Mon. Mar 4th, 2024

[Review] This is the Police

By HG Mike Nov 22, 2017


There tend to be a lot of games on the market involving the police, whether playing as them or trying to escape/avoid them. There’s also plenty of strategy games on the market as well. However, This is the Police is one of only a few games (that I am aware of) that combines both of these things.

THQ Nordic’s game places you in the shoes of police chief Jack Boyd, who runs the precinct in the games city of Freeburg. At the start of the game, the city’s corrupt mayor is forcing Jack into early retirement six months down the road. Before he retires, he is given the task of earning half a million dollars while running his department and fighting crime in the city.

The player is given two shifts of officers that must be balanced, and properly sent out to respond to calls so that all criminals are caught and no lives are lost. There are a number of crimes that will occur, some more severe than others. The more severe the crime is, the more officers it will take to insure that everything goes swimmingly.

In addition to responding to these calls, you’ll have to deal with shift management, hiring and firing of cops, potential loss of life on calls, and even dealing with the Mafia later on in the game, who will step in and ask you to look the other way on certain phone calls with the promise of a big payoff for you. Or they’ll just threaten to kill you if you don’t listen to them.

Most of This is the Police takes place on an isometric map of the entire city. Calls will pop up on the map, and once you answer them you’ll be given a number of slots for how many officers you’re allowed to send out. Most calls will take just two or three, but some calls may require more of your shift or, if it’s dangerous enough, you’ll have the option to send in a SWAT team. You’ll even receive calls from places in the city asking for a favor : if you can send a cop to act as a bouncer for a night club, or to participate in a boxing/fighting contest. However, these calls run the risk of the officer really enjoying the event/job and wanting to quit the force for it.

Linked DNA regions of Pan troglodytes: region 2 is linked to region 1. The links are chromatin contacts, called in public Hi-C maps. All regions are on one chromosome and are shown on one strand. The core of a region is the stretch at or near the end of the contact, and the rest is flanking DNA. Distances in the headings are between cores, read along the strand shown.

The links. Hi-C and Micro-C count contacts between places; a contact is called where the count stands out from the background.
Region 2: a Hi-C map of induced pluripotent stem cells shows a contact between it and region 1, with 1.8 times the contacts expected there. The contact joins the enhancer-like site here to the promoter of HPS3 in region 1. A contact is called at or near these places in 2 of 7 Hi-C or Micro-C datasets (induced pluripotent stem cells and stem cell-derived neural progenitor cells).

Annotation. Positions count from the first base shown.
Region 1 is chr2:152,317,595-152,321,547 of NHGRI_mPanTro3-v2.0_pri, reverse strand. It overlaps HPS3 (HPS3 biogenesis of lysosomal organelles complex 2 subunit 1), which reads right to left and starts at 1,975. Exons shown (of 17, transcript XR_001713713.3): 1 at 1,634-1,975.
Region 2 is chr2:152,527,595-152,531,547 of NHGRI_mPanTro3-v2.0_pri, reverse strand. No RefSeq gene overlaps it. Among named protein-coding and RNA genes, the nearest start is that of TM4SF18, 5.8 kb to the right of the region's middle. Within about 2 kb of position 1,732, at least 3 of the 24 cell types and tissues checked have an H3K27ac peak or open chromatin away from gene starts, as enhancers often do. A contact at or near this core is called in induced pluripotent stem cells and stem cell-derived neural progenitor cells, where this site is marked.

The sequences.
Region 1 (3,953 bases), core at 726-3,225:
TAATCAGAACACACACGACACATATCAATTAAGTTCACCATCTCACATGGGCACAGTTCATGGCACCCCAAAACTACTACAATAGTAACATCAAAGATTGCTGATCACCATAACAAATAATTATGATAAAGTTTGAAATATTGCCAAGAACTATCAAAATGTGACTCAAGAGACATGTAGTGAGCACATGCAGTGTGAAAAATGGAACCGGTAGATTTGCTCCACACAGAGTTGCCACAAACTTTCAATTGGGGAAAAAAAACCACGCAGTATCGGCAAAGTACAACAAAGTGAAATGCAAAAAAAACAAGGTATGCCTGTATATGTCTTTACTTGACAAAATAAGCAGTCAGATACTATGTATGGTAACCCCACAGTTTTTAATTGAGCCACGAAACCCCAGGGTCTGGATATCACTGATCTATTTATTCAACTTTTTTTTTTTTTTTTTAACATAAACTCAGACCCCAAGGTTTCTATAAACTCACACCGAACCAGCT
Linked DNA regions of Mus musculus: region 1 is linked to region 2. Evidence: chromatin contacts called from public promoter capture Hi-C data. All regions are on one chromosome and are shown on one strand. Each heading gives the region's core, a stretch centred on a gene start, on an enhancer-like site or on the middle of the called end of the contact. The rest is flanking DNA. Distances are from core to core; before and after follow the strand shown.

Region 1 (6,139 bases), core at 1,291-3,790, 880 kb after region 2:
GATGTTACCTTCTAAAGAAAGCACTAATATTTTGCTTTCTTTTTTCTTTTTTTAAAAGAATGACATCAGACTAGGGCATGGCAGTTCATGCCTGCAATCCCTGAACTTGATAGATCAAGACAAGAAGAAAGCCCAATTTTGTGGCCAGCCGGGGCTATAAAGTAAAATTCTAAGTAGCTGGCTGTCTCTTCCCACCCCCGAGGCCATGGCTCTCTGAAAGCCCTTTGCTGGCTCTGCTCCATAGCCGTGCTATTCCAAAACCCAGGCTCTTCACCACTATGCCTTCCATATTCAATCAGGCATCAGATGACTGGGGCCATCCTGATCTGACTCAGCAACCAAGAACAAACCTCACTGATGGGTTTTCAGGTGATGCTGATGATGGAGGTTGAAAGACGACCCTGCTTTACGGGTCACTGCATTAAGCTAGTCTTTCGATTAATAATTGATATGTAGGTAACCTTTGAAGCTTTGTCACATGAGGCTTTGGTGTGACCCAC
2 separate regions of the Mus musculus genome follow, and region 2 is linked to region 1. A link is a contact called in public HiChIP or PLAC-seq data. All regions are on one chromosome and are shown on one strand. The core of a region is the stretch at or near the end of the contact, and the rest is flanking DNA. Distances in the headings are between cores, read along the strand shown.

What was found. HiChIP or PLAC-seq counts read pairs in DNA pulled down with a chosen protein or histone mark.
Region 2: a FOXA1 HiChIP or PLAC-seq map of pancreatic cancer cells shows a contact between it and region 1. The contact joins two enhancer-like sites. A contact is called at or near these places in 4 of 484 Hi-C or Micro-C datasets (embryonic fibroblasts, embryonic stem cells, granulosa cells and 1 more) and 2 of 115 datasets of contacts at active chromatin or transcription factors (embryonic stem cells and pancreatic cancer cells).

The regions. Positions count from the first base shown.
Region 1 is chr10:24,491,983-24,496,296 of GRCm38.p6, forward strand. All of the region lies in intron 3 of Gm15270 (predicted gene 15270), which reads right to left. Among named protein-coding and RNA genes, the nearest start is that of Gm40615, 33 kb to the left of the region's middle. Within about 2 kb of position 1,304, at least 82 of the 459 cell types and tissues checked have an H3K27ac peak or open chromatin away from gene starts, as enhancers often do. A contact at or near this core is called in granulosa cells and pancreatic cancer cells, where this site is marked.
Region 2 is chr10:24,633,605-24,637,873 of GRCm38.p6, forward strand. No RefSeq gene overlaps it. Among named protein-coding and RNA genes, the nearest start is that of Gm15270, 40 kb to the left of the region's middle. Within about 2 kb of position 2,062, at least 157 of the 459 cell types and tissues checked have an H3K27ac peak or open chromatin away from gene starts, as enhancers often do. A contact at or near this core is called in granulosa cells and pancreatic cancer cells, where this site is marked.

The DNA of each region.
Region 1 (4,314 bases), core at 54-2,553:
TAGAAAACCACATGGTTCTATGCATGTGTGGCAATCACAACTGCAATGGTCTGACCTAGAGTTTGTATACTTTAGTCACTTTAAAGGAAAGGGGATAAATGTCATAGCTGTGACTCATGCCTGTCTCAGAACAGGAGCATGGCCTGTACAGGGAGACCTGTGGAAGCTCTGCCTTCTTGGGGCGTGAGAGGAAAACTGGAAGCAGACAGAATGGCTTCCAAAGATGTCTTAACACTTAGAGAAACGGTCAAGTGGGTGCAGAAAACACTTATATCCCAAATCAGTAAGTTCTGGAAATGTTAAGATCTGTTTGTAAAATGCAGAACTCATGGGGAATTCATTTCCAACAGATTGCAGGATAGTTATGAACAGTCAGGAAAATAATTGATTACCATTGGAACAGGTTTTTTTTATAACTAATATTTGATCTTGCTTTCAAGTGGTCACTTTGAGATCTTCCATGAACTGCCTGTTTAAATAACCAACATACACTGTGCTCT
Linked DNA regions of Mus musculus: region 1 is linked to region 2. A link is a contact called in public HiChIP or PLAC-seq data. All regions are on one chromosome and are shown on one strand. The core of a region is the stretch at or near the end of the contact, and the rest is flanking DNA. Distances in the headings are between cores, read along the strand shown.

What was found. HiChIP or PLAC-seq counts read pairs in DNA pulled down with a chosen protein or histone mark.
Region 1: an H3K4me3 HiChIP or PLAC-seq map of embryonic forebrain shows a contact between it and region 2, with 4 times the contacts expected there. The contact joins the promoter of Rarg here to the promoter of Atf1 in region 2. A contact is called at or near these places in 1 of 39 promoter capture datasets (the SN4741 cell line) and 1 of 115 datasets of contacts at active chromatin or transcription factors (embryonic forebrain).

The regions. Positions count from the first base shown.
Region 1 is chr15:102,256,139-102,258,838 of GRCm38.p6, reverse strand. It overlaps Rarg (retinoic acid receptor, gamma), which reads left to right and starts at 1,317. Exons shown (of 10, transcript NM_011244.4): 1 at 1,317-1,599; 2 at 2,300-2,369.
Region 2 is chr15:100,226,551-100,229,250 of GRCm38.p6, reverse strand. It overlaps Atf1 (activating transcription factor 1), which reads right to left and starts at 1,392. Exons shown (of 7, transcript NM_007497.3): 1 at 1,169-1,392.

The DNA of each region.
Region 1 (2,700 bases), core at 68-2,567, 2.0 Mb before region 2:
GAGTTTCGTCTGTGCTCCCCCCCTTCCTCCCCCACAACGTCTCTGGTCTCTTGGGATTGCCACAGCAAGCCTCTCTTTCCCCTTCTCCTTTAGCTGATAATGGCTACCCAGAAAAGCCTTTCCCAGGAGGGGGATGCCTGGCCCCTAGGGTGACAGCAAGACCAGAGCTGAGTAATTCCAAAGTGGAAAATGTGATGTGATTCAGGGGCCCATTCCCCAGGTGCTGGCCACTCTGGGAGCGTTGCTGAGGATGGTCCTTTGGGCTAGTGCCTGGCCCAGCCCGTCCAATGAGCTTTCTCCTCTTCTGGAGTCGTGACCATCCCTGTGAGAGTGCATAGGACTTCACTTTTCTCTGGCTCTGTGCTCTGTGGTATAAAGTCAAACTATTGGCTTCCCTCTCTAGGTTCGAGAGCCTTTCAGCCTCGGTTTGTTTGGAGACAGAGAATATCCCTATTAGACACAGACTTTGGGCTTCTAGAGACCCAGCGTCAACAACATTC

You’ll be given what feels like every duty of a person leading a police unit. Everyone’s happiness is important, but you also need to keep yourself well-staffed for a shift, so finding the balance between being the boss and the nice-guy is definitely important in this game, as officers will request a day off of work and you need to determine if it’s for a legitimate reason or something ridiculous. You can always give them a day off and bring someone else in for overtime, but this leaves them tired and runs the risk of a criminal getting away or the officer dying on duty.

At points in the game, when officers are responding to situations, this screen will appear in which things become more drastic and you need to direct your officers to (ideally) resolving the situation without any issue

I’ve had a lot of fun with this game, and especially on the Switch. If you play This is the Police in handheld mode, you can make use of the console’s touch screen which greatly speeds up the process of responding to calls and selecting officers to send out, or responding to requests.

The story is incredibly well done, and by far one of the top highlights of this game. Between each day, a small cutscene may take place to fill you in on things currently happening, and while the animation is very simple, the voice acting really drives home a lot of the intensity needed from the subject matter, doing a great job of pulling the player in.

However, as great as this game is, the gameplay may end up being a bit slow and repetitive for a lot of players, as it is a lot of the same over and over for the duration of the 180 in-game days. This might not be a title to grab if you’re not a fan of strategy games, but at the same time the intense story could definitely help make this a great introduction to strategy games. Nevertheless, This is the Police is a lot fun, and again I highly recommend playing this making use of the Switch’s touchscreen.

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By HG Mike

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